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The various wings of Valve have been busy cracking down on undesirables this month, with more than a little help from their players. The Dota 2 dev team announced this week that, thanks to player reports, their MOBA has seen a 35% reduction in negative interactions since the introduction of temporary chat bans. They’ve now joined in developerly pride by the CS:GO team, who say their Overwatch experiment has been “encouragingly successful”.

Overwatch, currently in beta, gives self-nominated Counter-Strike players the power to report, review and even issue temporary bans to incessant “problem players”. 

These ‘investigators’ are picked by Valve on the basis of their wins, account age, hours played, skill bracket and report count, and receive sample footage of frequently-reported players (the globally offensive ones, you might say).

Investigators have so far found evidence of disruptive behaviour in 90% of highly-reported cases, and their decisions have been unanimous in the “vast majority” of cases.

“In addition to our standard test cases, we recently added demos of pro CS:GO players (specifically NiP and Quantic) to the test pool,” say Valve. “Every single test case has been correctly dismissed as ‘Insufficient Evidence’, with no false convictions made.”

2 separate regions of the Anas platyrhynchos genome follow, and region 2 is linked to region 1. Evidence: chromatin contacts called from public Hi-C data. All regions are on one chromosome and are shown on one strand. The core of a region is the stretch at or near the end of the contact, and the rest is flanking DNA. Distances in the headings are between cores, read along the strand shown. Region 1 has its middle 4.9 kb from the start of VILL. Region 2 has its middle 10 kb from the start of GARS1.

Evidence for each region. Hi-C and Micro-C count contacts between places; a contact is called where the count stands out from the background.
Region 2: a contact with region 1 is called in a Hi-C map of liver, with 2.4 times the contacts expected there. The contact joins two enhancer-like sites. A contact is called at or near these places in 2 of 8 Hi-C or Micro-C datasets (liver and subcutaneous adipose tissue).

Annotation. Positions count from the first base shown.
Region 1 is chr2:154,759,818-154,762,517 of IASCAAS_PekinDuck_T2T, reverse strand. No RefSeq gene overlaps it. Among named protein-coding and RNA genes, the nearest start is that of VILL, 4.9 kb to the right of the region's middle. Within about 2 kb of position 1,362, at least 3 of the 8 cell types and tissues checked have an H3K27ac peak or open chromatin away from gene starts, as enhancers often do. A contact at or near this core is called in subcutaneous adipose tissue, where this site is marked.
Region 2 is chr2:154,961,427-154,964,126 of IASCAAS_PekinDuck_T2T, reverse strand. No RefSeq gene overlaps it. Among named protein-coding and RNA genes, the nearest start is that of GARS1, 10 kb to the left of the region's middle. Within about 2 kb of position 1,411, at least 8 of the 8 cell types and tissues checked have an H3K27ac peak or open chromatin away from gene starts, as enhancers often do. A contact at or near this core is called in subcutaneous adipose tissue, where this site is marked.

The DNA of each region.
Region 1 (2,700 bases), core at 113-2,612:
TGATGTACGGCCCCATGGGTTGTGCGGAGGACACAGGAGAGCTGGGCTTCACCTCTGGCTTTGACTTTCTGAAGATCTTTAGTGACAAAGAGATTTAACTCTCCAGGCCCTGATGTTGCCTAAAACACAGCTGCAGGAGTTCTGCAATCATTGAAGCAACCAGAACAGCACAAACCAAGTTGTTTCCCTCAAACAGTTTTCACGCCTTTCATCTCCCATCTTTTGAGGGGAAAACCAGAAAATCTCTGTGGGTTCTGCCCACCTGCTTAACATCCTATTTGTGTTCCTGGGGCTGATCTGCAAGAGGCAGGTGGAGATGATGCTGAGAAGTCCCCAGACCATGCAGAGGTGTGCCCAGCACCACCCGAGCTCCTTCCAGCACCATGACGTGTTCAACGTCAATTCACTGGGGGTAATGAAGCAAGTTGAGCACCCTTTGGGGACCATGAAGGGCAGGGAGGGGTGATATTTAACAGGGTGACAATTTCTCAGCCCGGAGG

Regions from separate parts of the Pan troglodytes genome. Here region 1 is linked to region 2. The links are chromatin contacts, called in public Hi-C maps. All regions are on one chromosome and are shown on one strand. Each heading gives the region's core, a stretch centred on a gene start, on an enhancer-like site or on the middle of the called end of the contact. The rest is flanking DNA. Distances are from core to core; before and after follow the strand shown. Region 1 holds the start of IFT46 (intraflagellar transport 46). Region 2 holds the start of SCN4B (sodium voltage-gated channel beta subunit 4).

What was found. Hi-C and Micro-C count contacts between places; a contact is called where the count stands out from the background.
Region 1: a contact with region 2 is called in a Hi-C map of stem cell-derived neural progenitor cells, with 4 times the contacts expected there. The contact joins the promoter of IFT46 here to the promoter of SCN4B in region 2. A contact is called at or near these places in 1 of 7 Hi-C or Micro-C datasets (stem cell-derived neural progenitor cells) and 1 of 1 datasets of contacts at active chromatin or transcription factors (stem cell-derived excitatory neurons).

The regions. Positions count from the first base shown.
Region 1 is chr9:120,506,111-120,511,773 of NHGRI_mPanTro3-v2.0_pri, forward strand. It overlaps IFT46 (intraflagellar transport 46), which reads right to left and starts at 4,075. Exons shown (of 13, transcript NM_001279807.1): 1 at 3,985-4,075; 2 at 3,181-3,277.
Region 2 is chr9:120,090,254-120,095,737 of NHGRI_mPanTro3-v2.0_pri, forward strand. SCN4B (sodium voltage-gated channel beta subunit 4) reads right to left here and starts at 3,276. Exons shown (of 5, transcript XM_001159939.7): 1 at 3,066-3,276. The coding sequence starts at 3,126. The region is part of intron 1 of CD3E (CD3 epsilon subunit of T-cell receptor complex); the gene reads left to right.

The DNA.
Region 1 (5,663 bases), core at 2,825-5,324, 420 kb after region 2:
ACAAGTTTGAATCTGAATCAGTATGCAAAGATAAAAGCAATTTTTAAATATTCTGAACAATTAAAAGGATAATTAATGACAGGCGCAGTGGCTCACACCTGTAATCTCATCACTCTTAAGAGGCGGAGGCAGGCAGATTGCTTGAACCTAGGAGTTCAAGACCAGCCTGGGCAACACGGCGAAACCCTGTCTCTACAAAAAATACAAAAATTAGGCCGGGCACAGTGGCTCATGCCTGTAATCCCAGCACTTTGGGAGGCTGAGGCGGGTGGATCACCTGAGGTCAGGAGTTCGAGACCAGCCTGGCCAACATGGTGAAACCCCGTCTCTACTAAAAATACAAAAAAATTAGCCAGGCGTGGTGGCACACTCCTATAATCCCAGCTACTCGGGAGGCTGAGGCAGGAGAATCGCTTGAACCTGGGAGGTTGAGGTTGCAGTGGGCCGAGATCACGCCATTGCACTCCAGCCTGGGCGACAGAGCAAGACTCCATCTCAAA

In other words: Global Offensive players have a real knack for picking out cheaters, and leap at the opportunity to take on real responsibility. Who’d have thought Counter-Strike heads would take the business of playing so seriously, eh?

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subedii's picture

"In other words: Global Offensive players have a real knack for picking out cheaters, and leap at the opportunity to take on real responsibility."


Glad to see. In most circumstances cheaters are so blatant and unapologetic it borders on ridiculous. At the very least I'm hoping they won't be able to simply 'LULZ' their way through as much as they used to


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